NEW YORK (CBSNewYork) — The deadline to fill out the U.S. Census has been abruptly cut short, sending New York City census workers scrambling.
Originally Americans had until the end of October, but a new Supreme Court decision cuts off the count by Friday morning.
New York City census workers are ramping up visits to hospitals, houses of worship and neighborhoods across the city to get residents counted, CBS2’s Lisa Rozner reports.
The deadline had been extended to Oct. 31 due to the pandemic, but Tuesday, it was bumped up to Oct. 15 after the Supreme Court sided with the Trump administration.
It argued field work needs to stop so the legal deadline of reporting the results to the president by Dec. 31 can be met.
WEB EXTRA: Click here to complete the 2020 census today
Residents have until Friday at 6 a.m. New York time to self-report online at My2020Census.gov, but the deadline is Thursday for other methods.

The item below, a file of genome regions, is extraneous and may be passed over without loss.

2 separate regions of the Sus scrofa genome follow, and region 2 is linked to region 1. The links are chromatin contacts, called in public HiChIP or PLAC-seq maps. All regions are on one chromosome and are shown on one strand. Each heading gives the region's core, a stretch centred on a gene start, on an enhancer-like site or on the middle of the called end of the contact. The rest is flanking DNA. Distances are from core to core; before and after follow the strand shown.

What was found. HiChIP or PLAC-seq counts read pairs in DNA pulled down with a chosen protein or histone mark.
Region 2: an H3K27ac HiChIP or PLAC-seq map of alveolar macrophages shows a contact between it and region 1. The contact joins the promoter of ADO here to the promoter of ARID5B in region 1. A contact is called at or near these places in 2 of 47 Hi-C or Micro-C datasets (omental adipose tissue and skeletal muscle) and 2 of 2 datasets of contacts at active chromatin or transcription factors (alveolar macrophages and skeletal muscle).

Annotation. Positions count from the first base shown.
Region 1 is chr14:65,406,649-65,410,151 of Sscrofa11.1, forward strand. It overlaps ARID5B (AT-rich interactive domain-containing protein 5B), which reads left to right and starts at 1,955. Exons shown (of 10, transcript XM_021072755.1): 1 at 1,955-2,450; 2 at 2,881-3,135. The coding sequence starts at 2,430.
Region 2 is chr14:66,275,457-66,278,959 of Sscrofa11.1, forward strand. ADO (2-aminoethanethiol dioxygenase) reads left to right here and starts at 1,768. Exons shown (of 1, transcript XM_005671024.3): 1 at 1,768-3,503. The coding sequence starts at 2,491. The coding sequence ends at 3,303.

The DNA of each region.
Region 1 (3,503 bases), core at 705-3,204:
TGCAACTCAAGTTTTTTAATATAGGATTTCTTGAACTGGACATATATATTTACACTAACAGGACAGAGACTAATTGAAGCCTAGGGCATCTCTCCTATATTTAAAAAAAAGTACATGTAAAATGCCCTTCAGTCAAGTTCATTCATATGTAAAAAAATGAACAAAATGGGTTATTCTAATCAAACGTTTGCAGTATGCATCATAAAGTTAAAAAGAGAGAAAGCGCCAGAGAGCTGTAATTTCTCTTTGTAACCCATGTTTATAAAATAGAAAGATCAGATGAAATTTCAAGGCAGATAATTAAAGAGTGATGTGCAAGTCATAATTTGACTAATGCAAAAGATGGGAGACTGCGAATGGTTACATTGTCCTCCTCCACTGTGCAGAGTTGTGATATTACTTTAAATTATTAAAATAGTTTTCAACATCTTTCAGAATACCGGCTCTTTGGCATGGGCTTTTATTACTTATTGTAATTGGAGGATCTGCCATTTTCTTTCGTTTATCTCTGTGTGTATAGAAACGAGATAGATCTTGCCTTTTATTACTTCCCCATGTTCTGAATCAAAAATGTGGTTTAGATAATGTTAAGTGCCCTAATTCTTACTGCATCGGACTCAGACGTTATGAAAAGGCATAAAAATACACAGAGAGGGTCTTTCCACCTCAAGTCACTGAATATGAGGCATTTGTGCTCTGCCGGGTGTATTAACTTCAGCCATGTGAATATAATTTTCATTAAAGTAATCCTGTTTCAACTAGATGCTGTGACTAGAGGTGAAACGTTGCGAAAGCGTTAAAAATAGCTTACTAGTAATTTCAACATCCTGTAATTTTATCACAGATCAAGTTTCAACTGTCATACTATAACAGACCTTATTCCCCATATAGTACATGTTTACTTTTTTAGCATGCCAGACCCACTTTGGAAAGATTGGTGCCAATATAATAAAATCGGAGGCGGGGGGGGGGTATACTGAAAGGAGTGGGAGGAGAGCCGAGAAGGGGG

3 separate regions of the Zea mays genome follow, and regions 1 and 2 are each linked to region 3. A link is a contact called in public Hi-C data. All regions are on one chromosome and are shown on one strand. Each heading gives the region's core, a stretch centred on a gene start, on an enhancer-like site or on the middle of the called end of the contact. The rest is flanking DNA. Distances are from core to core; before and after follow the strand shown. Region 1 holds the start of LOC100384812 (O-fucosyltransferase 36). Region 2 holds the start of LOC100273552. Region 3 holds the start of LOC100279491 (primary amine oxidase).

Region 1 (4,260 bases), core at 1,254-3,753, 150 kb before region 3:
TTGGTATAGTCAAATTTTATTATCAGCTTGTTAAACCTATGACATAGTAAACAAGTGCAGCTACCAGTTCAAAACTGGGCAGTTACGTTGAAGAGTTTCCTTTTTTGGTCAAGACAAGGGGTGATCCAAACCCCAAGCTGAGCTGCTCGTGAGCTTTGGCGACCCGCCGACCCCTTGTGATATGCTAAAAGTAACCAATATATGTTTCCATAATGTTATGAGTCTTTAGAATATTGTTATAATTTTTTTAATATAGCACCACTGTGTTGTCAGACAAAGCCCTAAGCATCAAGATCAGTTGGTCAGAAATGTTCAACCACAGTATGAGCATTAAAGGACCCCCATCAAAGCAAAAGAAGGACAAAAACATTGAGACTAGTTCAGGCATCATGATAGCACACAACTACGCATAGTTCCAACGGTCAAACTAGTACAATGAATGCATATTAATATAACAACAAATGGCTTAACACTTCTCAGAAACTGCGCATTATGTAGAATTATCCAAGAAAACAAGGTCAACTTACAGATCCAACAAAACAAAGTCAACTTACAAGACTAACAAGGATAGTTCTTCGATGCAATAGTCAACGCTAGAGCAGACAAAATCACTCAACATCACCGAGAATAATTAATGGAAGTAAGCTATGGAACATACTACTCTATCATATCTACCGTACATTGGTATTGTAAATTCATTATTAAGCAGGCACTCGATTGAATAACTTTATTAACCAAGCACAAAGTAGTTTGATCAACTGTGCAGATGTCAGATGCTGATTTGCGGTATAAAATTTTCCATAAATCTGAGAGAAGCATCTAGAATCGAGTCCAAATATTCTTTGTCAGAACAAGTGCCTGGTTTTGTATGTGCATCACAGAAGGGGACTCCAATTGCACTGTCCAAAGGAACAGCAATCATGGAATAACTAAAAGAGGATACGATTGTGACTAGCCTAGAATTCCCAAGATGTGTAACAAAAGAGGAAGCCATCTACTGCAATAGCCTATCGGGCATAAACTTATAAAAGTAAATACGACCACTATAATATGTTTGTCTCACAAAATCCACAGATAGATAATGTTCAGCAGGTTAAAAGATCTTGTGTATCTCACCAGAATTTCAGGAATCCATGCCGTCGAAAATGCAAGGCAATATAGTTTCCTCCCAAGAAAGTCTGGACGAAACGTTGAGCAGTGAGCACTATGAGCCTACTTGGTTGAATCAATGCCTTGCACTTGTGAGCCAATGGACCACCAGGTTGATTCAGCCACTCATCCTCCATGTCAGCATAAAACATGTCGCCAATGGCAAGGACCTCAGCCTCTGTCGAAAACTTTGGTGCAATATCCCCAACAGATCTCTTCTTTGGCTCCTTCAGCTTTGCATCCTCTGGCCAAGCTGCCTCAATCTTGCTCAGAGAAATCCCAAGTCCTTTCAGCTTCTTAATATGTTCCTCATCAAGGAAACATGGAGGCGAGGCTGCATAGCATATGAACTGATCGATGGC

“If you are mailing your form, that has to be postmarked by tomorrow, so that needs to go into a mailbox or to the post office before collection time tomorrow. If you want to phone it in, pretty much you should phone before say about 10 p.m. tomorrow,” said Meeta Anand, with the New York Immigration Coalition.
The process is usually non-partisan, but a presidential memo calls for it to exclude unauthorized immigrants. But organizers in New York City are reminding residents the count is confidential.
“This is literally about counting the number of people that are residing in the city of New York. We aren’t talking about immigration issues and that is not on the table,” said Nick Smith, with the office of New York City Public Advocate.
The numbers, collected once a decade, determine how many federal lawmakers an area has and billions of dollars in funding for things like schools, hospitals and senior programs.
The United Way says all communities in New York City are currently undercounted. The city has invested $40 million on outreach.
“Once we were able to go back out in field, we saw the Asian self-response rates go from below the citywide average to above the citywide average,” said Howard Shih, director of research and policy for the Asian-American Federation.
So far 61.5% of New Yorkers have been counted, which is ahead of predictions, but still about five points behind the national average. The clock is ticking.
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